Going against a player she's familiar with, Pennetta went for it and hit 33 winners to only 12 for Errani. Pennetta broke serve in the very first game and never looked back.
"I tried to play aggressive from the very beginning and I was perfect today, I think," Pennetta said.
As for her friend's woes -- well, Pennetta certainly didn't see them through the same lens as Errani.
"It's nothing tragic for her," Pennetta said. "One match is one match."
Williams continued her winning ways Thursday night, rallying from down a set and from down a break in the third with sister Venus to win their first-round doubles match.
A day after Venus was eliminated in singles in the second round, the sisters beat Spaniards Silvia Soler-Espinosa and Carla Suarez Navarro 6-7 (5), 6-0, 6-3.
The sisters have won 13 Grand Slam doubles titles together, though they didn't enter the French Open or Wimbledon this year. They are unseeded at Flushing Meadows.
Second-seeded Victoria Azarenka overcame some shaky serving and uncharacteristic mistakes to easily beat an opponent who struggled even more.
Azarenka defeated Aleksandra Wozniak 6-3, 6-1. Azarenka had more unforced errors than winners (19 to 16), but Wozniak made 35 unforced errors.
Wozniak had missed most of the last year because of a right shoulder injury. She got into the US Open on a special ranking of No. 41. The Canadian won just one of her eight service games.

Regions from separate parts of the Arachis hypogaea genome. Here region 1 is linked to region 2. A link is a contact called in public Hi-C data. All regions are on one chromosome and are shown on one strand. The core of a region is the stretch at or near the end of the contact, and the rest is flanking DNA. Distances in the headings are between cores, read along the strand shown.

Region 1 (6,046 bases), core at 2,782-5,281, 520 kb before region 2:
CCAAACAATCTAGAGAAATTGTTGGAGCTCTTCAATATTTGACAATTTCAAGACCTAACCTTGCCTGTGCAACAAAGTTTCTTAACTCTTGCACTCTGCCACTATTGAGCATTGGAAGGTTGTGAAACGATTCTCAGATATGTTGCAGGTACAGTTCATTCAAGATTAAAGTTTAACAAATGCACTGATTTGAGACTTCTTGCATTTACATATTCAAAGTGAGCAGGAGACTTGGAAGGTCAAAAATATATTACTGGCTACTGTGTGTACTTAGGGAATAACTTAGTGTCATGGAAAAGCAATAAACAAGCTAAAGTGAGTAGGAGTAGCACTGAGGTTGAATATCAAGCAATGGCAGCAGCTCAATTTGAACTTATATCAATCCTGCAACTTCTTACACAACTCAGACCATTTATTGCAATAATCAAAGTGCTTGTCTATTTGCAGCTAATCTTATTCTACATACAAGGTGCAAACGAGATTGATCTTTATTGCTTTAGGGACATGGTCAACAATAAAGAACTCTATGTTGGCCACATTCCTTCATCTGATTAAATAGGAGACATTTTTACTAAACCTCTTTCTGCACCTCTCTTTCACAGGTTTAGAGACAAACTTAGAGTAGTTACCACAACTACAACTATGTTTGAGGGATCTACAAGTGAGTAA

Azarenka, the two-time Australian Open champ, will next face 26th-seeded Alize Cornet. Azarenka lost to Williams in last year's final but defeated Williams for the second time this year in the Cincinnati final earlier this month.
Elsewhere in early play around Flushing Meadows, Errani's doubles partner, No. 10 Roberta Vinci, defeated Lucie Safarova of the Czech Republic 4-6, 6-1, 6-2, while this year's Wimbledon runner-up, 16th-seeded Sabine Lisicki, defeated Paula Ormaechea of Argentina 6-2, 6-3.
Kerber, who has spent the past year in the top 10, says she embraces the expectations that come with the ranking.
"Of course I feel the pressure, but right now I'm not thinking about this," she said. "I just try to give my best and play my tennis and feel good."
Information from The Associated Press was used in this report.